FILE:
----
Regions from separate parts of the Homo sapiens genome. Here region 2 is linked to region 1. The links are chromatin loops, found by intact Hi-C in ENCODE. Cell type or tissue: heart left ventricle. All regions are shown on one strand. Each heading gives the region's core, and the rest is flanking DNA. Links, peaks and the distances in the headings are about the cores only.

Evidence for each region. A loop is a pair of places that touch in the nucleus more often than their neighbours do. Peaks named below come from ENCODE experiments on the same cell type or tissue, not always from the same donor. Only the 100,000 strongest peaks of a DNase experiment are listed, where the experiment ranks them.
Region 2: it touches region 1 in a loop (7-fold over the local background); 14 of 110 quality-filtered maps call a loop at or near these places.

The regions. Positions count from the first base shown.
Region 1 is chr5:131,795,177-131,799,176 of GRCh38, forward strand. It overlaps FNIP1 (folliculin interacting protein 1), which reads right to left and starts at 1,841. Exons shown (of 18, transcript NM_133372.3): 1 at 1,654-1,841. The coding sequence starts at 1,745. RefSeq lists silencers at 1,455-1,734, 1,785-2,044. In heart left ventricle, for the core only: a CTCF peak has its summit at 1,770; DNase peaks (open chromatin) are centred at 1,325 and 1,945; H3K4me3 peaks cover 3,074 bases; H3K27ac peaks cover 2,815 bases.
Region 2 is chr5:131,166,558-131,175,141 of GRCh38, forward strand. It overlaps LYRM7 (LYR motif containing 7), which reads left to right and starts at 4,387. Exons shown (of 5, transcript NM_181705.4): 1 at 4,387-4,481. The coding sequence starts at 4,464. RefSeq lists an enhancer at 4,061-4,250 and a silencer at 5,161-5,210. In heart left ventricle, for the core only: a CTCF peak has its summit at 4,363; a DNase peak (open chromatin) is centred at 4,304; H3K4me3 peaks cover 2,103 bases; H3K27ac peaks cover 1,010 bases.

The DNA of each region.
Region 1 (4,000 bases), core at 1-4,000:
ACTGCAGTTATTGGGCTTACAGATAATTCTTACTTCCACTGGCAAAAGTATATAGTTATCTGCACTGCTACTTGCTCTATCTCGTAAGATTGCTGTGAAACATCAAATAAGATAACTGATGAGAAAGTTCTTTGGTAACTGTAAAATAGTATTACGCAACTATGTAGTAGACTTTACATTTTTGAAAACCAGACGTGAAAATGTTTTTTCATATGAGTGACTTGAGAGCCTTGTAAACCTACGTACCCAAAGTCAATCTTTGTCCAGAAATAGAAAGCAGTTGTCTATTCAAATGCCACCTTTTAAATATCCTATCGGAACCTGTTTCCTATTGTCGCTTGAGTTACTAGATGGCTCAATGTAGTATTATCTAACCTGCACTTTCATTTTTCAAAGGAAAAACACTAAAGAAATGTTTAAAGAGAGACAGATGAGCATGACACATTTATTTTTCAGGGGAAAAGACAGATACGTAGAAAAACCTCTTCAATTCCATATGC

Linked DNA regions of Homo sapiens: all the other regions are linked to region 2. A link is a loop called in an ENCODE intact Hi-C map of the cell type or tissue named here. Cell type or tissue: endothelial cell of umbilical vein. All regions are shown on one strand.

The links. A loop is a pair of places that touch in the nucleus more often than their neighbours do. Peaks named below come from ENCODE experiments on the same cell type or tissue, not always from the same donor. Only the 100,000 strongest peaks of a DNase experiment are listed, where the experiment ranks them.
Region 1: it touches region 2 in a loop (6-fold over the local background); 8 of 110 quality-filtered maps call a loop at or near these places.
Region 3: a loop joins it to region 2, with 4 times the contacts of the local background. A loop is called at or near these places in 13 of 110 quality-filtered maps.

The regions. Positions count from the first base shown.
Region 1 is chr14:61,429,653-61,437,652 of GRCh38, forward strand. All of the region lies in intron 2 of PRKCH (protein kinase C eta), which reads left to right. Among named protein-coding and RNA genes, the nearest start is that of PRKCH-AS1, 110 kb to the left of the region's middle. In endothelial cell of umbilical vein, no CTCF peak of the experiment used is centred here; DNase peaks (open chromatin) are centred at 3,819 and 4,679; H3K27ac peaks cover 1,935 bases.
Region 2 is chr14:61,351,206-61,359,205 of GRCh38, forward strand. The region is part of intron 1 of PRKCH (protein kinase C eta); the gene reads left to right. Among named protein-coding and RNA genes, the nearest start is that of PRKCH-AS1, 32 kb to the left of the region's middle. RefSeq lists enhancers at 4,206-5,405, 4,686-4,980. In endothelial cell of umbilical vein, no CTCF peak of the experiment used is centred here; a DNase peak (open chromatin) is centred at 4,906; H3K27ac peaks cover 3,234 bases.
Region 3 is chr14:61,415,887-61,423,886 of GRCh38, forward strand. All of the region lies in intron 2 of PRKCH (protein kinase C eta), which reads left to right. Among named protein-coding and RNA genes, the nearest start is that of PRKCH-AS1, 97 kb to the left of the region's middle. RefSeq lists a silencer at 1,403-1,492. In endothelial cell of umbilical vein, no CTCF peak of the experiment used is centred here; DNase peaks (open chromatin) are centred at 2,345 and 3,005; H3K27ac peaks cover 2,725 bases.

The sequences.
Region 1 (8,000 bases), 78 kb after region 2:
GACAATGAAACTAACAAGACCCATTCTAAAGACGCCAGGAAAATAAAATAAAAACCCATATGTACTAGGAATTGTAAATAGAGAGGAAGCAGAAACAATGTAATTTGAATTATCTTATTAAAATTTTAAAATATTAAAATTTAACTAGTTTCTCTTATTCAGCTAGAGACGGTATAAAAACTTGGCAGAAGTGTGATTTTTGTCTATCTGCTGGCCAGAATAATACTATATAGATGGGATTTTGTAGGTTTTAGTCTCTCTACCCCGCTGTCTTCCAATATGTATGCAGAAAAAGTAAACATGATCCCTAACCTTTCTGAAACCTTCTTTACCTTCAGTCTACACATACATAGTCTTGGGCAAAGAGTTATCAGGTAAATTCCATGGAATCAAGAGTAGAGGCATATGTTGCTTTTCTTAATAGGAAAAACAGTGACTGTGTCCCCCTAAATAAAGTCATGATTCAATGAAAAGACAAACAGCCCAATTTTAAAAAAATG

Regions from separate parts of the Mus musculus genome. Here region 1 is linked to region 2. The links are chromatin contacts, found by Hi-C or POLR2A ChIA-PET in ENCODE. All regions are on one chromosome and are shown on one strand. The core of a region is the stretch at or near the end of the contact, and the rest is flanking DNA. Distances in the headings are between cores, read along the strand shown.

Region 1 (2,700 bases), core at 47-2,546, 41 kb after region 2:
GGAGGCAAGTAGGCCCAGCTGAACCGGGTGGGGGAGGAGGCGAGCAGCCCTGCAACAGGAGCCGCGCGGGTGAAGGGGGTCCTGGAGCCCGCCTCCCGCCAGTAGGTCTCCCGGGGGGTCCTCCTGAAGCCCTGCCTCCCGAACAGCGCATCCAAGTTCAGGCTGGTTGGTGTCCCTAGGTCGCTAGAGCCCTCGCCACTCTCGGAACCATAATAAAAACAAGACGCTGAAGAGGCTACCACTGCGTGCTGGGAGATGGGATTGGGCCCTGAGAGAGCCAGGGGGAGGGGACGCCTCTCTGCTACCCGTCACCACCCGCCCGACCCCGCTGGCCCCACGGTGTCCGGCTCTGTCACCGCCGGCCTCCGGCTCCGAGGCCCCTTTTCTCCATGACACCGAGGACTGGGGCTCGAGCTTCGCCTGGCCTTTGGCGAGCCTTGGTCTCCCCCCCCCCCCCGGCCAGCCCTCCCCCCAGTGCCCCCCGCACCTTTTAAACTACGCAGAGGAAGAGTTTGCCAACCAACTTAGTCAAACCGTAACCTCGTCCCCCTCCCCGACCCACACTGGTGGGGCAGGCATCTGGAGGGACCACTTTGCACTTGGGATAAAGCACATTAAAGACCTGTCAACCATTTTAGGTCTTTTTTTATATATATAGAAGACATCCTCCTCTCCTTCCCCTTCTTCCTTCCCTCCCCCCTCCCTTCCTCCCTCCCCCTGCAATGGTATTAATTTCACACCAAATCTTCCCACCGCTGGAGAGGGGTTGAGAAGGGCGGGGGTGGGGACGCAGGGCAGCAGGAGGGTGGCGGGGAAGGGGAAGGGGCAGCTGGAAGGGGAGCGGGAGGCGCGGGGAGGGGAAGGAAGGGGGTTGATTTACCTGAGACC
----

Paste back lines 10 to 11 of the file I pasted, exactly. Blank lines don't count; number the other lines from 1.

Linked DNA regions of Homo sapiens: all the other regions are linked to region 2. A link is a loop called in an ENCODE intact Hi-C map of the cell type or tissue named here. Cell type or tissue: endothelial cell of umbilical vein. All regions are shown on one strand.

The links. A loop is a pair of places that touch in the nucleus more often than their neighbours do. Peaks named below come from ENCODE experiments on the same cell type or tissue, not always from the same donor. Only the 100,000 strongest peaks of a DNase experiment are listed, where the experiment ranks them.